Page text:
Anyway I'd rather do culture. I got a notification on my datapad this morning about a live broadcast from within the Fed. The noted Intaki tenor Antomien en Divalone was in residence on Intaki V performing a new, purist interpretation of the operatic cycle The Burden of the Intaki, which in this version is the full 78 hours without a break. I'd heard of it. I'd also heard that some sections of the Fed media dismiss it as pompous propagandist dreck, because one of its essential requirements is that it be performed outside as its narrative is synchronised to Intaki V's diurnal cycle.

It had already started yesterday, so I'd missed the good bit. I could have stayed here in the plaza and watched it on the square holofeed thing, but the background noise in here would have killed the tension in the guillotine scene. I could have rented a Captain's Quarters and watched it there, or watched it from the lounge on Empress of Amarr (where I'd been basing myself the whole time I'd been here. I could see her over on the far side of the docking bay), but I needed to be able to move as soon as I got positive word on the whereabouts of the hole back to the dreamworld. So I passed. If I'd watched it, I'd have been compelled to finish it, because I'm a completist.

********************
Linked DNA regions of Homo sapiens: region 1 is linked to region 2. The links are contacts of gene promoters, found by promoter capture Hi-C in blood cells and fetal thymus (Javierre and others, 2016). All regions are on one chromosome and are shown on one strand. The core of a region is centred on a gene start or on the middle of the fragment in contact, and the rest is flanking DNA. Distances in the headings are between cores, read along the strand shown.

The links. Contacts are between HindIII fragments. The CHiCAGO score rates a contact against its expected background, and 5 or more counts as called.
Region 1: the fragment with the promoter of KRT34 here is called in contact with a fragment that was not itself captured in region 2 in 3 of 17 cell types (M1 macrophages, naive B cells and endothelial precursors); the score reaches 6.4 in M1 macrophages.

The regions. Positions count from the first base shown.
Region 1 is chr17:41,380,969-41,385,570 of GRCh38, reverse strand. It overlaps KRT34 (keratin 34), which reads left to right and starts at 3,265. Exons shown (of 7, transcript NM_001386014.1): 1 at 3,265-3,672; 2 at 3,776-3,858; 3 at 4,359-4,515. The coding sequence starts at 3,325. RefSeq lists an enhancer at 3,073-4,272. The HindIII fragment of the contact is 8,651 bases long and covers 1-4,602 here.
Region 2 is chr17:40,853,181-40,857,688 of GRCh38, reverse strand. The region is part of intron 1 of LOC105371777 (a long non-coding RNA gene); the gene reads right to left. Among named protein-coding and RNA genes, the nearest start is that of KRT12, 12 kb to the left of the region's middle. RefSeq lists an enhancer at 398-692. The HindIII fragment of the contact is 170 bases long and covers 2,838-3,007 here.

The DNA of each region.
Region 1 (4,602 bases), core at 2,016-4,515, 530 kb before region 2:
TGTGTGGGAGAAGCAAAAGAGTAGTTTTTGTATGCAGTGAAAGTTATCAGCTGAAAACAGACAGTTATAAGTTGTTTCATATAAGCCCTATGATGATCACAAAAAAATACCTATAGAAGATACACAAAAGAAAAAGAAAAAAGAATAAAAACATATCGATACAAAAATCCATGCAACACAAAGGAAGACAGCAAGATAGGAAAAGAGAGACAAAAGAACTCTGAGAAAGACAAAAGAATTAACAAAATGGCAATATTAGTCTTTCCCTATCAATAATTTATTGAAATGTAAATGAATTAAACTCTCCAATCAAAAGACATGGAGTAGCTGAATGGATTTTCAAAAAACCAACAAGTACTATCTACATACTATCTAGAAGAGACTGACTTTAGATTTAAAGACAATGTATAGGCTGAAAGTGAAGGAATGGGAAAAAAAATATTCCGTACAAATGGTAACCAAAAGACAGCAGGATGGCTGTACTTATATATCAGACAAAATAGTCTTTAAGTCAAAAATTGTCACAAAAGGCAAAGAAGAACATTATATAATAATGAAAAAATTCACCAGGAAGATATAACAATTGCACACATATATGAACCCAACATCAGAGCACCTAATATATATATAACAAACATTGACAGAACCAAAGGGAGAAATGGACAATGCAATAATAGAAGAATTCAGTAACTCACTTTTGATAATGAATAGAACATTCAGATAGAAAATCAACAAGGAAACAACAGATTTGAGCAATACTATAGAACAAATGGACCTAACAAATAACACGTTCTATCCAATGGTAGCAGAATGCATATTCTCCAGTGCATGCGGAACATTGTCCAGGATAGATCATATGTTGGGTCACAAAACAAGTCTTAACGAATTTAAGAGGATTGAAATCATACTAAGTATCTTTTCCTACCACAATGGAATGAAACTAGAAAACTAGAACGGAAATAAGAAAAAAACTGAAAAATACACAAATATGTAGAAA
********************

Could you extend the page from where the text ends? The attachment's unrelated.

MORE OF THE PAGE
I opened a channel on my datapad instead.

'Tell me what I want to know.'
'Genesis. Sigga. Fourteen from you and only seven from Zoohen.'
'Thank God for that. I'm coming in.'

I sent a message to Aura: I'm on my way. Prep the capsule and submit a flight plan to the dockmaster. Request priority. Pay him whatever he wants. Destination: Sigga, Ekrin constellation, Genesis. We're going home.

 [1] I never told anybody this before, but when I was at Hedion University in Conoban, there was an exchange student from the EFA who came to us for six months. He was hardcore. He was built like the front end of an Abaddon and was curiously of below-average height. He wore the same elaborate robes every day, he never spoke unless he was spoken to, and as much as we tried to turn him to the dark side by testing his faith with excessive leisure, he wouldn't budge. We even tried kidnapping him for one of our monthly shuttles to the Mora Mosh Pit Club in the Ishukone place in the Mora system one jump over from Conoban. We planned this operation for a week, but when we tried to carry it out, the one of us who got near him ended up with a fractured skull as the exchanger deployed some kind of extreme martial art and shouted in an obscure archaic dialect while he used it. He scared the crap out of the rest of us and we ran away. The excessive and unfeasible strength he used during this incident is where the rumour about the gravity sort-of made sense. I mean if you're used to 25% higher than Standard, then it would be a formality to deliver an ass-kicking in Standard. The hard-as-nails, pious exchanger left shortly afterwards. We never saw him again and I never did get to the bottom of the gravity thing. The rumours persist. If somebody ever mentions it (which is not often), I just say 'I wouldn't know'...